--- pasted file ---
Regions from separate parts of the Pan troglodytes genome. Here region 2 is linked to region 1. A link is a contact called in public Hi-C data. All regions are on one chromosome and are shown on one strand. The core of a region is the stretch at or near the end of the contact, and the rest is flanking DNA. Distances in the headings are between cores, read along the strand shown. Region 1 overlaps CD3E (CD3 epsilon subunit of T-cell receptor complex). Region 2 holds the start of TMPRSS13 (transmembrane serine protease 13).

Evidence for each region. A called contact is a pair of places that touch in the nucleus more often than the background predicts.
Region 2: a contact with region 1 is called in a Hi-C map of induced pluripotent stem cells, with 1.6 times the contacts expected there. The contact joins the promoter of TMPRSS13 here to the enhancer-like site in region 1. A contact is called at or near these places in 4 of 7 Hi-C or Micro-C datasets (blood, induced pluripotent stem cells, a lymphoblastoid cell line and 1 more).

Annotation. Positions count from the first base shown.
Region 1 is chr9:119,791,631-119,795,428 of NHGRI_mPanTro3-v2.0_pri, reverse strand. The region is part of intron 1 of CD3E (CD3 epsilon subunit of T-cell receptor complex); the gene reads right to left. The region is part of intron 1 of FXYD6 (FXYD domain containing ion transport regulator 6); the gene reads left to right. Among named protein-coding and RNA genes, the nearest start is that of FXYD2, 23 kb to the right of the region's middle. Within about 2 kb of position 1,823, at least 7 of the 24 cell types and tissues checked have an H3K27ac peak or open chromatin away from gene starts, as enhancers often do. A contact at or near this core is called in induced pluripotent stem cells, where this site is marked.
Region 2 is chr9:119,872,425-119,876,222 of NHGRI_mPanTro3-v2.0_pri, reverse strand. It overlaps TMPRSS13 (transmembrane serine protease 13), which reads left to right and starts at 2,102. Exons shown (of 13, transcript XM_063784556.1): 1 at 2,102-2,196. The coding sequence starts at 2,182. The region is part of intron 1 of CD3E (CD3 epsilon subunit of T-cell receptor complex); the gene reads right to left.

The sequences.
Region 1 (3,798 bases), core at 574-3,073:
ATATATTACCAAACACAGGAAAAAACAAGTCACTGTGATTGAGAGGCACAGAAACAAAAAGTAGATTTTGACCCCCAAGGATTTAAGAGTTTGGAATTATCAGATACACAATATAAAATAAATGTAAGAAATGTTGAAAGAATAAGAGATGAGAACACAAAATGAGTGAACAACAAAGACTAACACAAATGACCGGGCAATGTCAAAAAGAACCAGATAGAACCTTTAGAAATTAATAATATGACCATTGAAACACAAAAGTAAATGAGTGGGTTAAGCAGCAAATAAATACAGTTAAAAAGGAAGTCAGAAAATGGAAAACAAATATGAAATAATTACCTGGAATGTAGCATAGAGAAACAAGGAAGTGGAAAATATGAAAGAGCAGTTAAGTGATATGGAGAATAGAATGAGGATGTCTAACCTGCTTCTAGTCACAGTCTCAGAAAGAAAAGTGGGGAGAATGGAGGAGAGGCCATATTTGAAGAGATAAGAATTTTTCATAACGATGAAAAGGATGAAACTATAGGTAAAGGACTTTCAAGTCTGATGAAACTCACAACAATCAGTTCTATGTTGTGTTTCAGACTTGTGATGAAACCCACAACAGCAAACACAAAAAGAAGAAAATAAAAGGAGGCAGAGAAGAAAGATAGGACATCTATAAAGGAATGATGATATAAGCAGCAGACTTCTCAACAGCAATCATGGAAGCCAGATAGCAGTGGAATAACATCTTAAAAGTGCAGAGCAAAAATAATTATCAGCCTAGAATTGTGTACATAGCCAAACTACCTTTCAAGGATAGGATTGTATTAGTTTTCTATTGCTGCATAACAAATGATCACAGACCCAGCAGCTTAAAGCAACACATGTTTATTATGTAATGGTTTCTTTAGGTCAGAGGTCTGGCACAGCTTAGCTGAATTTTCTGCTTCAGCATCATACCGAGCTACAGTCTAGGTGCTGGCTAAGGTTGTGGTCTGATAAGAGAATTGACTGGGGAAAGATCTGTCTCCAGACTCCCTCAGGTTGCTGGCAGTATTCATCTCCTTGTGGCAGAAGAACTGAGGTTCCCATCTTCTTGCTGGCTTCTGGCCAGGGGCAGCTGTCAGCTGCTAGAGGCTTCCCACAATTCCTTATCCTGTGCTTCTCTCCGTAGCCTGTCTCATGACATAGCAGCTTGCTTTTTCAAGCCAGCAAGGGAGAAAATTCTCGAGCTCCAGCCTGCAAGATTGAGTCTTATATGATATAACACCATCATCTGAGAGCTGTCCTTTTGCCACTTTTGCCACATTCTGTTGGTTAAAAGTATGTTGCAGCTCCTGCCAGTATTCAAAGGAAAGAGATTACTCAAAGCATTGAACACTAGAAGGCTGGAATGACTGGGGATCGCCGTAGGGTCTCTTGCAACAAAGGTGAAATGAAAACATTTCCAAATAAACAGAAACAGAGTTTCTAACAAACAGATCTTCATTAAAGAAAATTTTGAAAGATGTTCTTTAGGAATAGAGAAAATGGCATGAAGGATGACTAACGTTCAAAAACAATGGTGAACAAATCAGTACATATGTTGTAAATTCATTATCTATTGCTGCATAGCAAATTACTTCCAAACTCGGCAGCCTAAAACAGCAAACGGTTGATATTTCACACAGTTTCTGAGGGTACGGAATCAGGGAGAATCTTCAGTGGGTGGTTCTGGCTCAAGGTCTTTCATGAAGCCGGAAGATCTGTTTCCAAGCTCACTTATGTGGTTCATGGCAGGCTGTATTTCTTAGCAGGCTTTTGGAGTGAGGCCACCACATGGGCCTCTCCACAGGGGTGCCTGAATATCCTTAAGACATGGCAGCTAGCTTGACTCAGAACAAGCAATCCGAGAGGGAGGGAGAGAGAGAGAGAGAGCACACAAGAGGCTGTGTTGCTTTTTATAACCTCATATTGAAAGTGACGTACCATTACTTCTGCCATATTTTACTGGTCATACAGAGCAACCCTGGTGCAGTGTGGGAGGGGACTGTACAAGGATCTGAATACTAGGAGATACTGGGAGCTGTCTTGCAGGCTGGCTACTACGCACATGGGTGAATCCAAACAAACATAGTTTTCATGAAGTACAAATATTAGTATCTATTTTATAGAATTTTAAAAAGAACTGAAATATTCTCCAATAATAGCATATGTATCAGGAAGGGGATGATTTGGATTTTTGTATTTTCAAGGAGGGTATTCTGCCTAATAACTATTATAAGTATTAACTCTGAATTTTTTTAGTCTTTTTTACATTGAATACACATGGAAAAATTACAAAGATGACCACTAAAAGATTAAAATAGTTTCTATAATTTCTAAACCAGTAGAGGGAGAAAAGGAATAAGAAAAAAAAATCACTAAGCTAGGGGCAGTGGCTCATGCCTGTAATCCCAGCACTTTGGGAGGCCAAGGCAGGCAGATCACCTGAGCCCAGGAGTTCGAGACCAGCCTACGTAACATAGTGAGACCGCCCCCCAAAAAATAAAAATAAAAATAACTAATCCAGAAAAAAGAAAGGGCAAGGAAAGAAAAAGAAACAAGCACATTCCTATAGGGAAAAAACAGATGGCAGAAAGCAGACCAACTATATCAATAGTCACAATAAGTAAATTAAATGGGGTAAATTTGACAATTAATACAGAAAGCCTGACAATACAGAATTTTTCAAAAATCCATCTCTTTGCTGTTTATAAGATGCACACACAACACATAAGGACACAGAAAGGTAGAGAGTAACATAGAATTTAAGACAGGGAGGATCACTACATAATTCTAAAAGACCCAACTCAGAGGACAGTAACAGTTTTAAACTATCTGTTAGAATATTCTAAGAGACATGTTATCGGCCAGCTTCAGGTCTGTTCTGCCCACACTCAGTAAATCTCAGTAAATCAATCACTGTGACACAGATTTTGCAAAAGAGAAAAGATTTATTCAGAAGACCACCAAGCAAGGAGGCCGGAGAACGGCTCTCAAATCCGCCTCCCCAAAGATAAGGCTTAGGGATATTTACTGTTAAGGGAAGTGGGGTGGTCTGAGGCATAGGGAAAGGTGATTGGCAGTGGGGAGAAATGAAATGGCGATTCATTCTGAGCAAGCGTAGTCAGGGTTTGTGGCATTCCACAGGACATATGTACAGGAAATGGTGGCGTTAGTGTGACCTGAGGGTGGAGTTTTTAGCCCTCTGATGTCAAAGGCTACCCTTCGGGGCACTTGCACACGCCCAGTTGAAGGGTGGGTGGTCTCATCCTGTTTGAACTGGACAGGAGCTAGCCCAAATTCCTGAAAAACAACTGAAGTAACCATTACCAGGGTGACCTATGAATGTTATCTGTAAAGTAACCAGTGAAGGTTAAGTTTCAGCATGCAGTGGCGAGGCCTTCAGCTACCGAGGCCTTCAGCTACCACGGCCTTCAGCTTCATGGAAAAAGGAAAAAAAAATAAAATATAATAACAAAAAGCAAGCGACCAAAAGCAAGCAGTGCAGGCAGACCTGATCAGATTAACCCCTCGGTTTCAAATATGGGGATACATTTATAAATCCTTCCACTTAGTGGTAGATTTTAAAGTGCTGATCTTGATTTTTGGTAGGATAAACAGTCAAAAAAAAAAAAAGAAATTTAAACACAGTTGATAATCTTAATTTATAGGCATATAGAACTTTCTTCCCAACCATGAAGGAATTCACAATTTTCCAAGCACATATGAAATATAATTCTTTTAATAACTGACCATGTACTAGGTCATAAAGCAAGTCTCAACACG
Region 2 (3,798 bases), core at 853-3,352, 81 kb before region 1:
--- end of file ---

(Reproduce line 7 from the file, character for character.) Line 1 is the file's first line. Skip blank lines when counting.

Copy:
The sequences.